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Symphonic orchestras—“a mélange of musicians, volunteers, and paid staff whose contributions must be closely coordinated” (Allmendinger, Hackman, & Lehman, 1996: 194)—have been of growing interest for scholars of organization for their creative and collaborative performance through projects and their work under pressure. While their resemblance with bureaucratic and professional service organizations has been acknowledged, they have been found also akin to coordinated internal networks of multiple identities (Glynn, 2000; Karmowska & Child, 2014). However, scholars have depicted orchestras as rather established and hierarchical creative organizations that are bound by conventions and are dedicated to the pursuit of ‘superior performance’, as the opening quote suggests. As a consequence, they have paid less attention to their learning potential. Studies of other kinds of collaborative collectives, such as teams in management and education, have demonstrated interesting tensions between learning and performing (Bunderson & Suttcliffe, 2003; Paunova & Lee, 2016).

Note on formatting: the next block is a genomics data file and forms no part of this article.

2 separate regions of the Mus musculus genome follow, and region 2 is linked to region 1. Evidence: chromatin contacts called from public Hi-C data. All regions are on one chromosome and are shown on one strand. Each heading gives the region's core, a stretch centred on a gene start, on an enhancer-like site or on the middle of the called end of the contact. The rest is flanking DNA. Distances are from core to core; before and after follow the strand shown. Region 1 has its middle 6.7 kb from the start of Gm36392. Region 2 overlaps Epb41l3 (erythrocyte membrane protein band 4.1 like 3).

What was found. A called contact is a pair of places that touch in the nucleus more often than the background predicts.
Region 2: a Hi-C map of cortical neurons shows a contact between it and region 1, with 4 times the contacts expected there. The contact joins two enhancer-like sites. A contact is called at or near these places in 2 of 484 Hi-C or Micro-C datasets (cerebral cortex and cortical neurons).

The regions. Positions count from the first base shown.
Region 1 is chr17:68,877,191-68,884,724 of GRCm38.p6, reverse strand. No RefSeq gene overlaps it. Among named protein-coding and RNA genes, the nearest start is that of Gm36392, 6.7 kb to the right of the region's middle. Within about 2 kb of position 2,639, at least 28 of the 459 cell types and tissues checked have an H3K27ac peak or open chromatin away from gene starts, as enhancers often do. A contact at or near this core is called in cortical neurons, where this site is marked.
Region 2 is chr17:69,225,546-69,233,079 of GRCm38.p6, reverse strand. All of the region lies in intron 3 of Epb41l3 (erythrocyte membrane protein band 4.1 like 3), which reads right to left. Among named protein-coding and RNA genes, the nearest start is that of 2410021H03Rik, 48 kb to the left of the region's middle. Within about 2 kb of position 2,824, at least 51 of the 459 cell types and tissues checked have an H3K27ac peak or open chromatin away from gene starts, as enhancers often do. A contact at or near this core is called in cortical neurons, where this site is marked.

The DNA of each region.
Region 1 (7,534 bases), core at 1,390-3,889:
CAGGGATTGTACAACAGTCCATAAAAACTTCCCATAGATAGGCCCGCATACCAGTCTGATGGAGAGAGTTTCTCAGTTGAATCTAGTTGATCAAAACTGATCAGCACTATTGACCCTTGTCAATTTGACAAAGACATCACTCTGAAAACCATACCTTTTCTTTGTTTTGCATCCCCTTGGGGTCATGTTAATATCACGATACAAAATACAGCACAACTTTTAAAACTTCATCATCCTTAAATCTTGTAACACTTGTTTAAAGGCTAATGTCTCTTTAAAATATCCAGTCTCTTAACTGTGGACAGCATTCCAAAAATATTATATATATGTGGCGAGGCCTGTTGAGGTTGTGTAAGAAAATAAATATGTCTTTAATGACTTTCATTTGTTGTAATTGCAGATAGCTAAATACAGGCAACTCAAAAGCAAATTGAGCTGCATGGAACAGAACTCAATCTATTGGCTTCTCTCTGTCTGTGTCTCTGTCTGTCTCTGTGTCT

Publication information

Original languageEnglish
Publication date2016
Number of pages27
StatePublished - 2016
Event - Napoli, Italy

Conference

ConferenceThe 32nd EGOS Colloquium 2016
Number32
CountryItaly
CityNapoli
Period07/07/201609/07/2016
Internet address

ID: 45305491